10 Responses

  1. Adam
    Adam at |

    What is the basis for your objection to these regulations, as far as airlines should be allowed to do it themselves. In an ideal world, I would agree with you, but airlines have proven time after time that they are unwilling to do so — notice I did not say, unable. They are unwilling. They have failed to address this issue effectively, so it is appropriate for government to step in. This is a textbook argument for that intervention.

  2. Golfingboy
    Golfingboy at |

    FWIW, I think the report also cited on two of those planes that were delayed, the lavatory was inaccessible [not sure if it was for the whole time or for part of the delay].

  3. Why United's $1.1 Million Fine for Long Tarmac Delays Prove the Absurdities of the Government's 3 Hour Rule - View from the Wing - View from the Wing

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  4. Michelle S (Miles, Points, and Mai Tais)

    I’ve been stuck on the ground inside of plane for more than 3 hours before, and it WASN’T FUN. I’m glad they got fined! Hopefully, the government “interference” got their attention so they won’t do it again. Somehow I doubt it though.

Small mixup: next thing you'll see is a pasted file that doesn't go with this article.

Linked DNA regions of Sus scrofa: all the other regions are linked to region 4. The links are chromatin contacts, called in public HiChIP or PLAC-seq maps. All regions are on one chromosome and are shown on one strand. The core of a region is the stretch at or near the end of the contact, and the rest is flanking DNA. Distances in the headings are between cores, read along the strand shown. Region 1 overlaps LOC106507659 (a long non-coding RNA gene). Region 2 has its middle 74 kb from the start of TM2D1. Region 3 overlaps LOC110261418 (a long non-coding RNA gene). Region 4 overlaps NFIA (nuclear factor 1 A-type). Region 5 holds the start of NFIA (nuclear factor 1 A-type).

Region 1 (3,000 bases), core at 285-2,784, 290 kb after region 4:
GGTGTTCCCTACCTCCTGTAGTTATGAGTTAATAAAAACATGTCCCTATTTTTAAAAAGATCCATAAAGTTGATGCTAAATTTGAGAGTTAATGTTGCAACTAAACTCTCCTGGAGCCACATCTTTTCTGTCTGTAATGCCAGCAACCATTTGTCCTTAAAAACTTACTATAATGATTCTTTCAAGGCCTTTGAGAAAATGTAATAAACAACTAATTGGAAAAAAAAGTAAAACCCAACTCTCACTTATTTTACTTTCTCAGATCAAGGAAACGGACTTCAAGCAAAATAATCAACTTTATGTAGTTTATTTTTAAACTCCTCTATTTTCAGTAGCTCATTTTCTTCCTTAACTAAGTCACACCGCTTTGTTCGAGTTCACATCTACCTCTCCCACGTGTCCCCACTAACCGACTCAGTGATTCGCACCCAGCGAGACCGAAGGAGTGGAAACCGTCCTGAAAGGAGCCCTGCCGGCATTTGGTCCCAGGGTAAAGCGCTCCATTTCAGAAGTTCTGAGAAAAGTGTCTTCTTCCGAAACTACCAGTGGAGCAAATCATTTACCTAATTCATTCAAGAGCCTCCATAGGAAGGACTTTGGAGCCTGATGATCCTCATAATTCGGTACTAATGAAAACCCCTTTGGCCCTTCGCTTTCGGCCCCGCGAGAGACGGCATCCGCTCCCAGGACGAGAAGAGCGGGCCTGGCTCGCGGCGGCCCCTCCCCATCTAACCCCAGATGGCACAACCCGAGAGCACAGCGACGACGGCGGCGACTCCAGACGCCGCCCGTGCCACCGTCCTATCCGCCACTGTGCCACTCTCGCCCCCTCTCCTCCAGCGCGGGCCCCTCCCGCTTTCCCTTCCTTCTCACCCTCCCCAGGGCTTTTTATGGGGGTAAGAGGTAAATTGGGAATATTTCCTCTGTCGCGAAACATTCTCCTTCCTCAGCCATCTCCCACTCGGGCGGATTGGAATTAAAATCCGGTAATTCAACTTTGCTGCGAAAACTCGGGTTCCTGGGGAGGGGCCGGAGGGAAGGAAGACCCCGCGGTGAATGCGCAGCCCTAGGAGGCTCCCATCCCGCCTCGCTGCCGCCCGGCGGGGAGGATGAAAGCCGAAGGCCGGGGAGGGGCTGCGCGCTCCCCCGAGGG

5. Miles
    Miles at |

    The DOT isn’t really enforcing the penalty as it is written. In this case, the actual loss to the airline (funds payable to the US Government) is only $475,000. The rest of the “penalty” is just crediting the airline with costs it would have to pay with or without the tarmac-delay rule.

    The actual rule lists a penalty of up to $27,500 PER PASSENGER. Based upon the 939 passengers who were forced to stay in the airplanes beyond 3 hours, the fine should have been almost $25.8 million.

    United is getting off easy.

  6. I thought the Travel Bloggers were on our side? Fees and Politics - Page 5 - FlyerTalk Forums

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